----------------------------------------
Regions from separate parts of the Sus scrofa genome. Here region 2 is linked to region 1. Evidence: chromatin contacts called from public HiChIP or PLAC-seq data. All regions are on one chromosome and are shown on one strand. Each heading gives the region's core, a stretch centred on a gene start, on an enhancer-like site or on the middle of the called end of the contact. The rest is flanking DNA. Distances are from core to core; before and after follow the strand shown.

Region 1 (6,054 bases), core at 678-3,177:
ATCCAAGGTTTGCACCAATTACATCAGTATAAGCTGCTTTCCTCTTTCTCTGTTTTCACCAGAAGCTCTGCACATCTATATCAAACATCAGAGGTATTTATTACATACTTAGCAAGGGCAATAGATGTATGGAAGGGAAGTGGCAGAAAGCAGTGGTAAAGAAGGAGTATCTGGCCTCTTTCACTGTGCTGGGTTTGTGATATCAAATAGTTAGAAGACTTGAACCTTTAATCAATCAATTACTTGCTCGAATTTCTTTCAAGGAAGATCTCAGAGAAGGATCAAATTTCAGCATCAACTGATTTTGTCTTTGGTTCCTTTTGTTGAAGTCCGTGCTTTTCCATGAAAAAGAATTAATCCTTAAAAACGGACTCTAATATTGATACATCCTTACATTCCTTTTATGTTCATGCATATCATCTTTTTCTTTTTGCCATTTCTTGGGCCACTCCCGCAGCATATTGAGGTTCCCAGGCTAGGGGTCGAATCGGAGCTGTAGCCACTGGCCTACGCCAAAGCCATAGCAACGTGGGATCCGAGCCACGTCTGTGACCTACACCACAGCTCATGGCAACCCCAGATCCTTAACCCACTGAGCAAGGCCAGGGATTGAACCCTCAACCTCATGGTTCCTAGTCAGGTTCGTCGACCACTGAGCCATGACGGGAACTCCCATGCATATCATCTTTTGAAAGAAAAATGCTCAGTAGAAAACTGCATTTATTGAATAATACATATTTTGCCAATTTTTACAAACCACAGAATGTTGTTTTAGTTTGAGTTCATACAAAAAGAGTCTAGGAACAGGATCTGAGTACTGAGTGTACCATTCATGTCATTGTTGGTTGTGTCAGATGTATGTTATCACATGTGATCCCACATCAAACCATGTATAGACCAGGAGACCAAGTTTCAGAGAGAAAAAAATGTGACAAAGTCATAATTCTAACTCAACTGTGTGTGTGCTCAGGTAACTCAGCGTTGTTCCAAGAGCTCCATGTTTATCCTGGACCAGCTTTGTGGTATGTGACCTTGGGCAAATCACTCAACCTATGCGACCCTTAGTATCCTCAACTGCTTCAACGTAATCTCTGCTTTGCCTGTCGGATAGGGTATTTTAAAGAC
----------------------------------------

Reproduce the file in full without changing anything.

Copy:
Regions from separate parts of the Sus scrofa genome. Here region 2 is linked to region 1. Evidence: chromatin contacts called from public HiChIP or PLAC-seq data. All regions are on one chromosome and are shown on one strand. Each heading gives the region's core, a stretch centred on a gene start, on an enhancer-like site or on the middle of the called end of the contact. The rest is flanking DNA. Distances are from core to core; before and after follow the strand shown.

Region 1 (6,054 bases), core at 678-3,177:
ATCCAAGGTTTGCACCAATTACATCAGTATAAGCTGCTTTCCTCTTTCTCTGTTTTCACCAGAAGCTCTGCACATCTATATCAAACATCAGAGGTATTTATTACATACTTAGCAAGGGCAATAGATGTATGGAAGGGAAGTGGCAGAAAGCAGTGGTAAAGAAGGAGTATCTGGCCTCTTTCACTGTGCTGGGTTTGTGATATCAAATAGTTAGAAGACTTGAACCTTTAATCAATCAATTACTTGCTCGAATTTCTTTCAAGGAAGATCTCAGAGAAGGATCAAATTTCAGCATCAACTGATTTTGTCTTTGGTTCCTTTTGTTGAAGTCCGTGCTTTTCCATGAAAAAGAATTAATCCTTAAAAACGGACTCTAATATTGATACATCCTTACATTCCTTTTATGTTCATGCATATCATCTTTTTCTTTTTGCCATTTCTTGGGCCACTCCCGCAGCATATTGAGGTTCCCAGGCTAGGGGTCGAATCGGAGCTGTAGCCACTGGCCTACGCCAAAGCCATAGCAACGTGGGATCCGAGCCACGTCTGTGACCTACACCACAGCTCATGGCAACCCCAGATCCTTAACCCACTGAGCAAGGCCAGGGATTGAACCCTCAACCTCATGGTTCCTAGTCAGGTTCGTCGACCACTGAGCCATGACGGGAACTCCCATGCATATCATCTTTTGAAAGAAAAATGCTCAGTAGAAAACTGCATTTATTGAATAATACATATTTTGCCAATTTTTACAAACCACAGAATGTTGTTTTAGTTTGAGTTCATACAAAAAGAGTCTAGGAACAGGATCTGAGTACTGAGTGTACCATTCATGTCATTGTTGGTTGTGTCAGATGTATGTTATCACATGTGATCCCACATCAAACCATGTATAGACCAGGAGACCAAGTTTCAGAGAGAAAAAAATGTGACAAAGTCATAATTCTAACTCAACTGTGTGTGTGCTCAGGTAACTCAGCGTTGTTCCAAGAGCTCCATGTTTATCCTGGACCAGCTTTGTGGTATGTGACCTTGGGCAAATCACTCAACCTATGCGACCCTTAGTATCCTCAACTGCTTCAACGTAATCTCTGCTTTGCCTGTCGGATAGGGTATTTTAAAGAC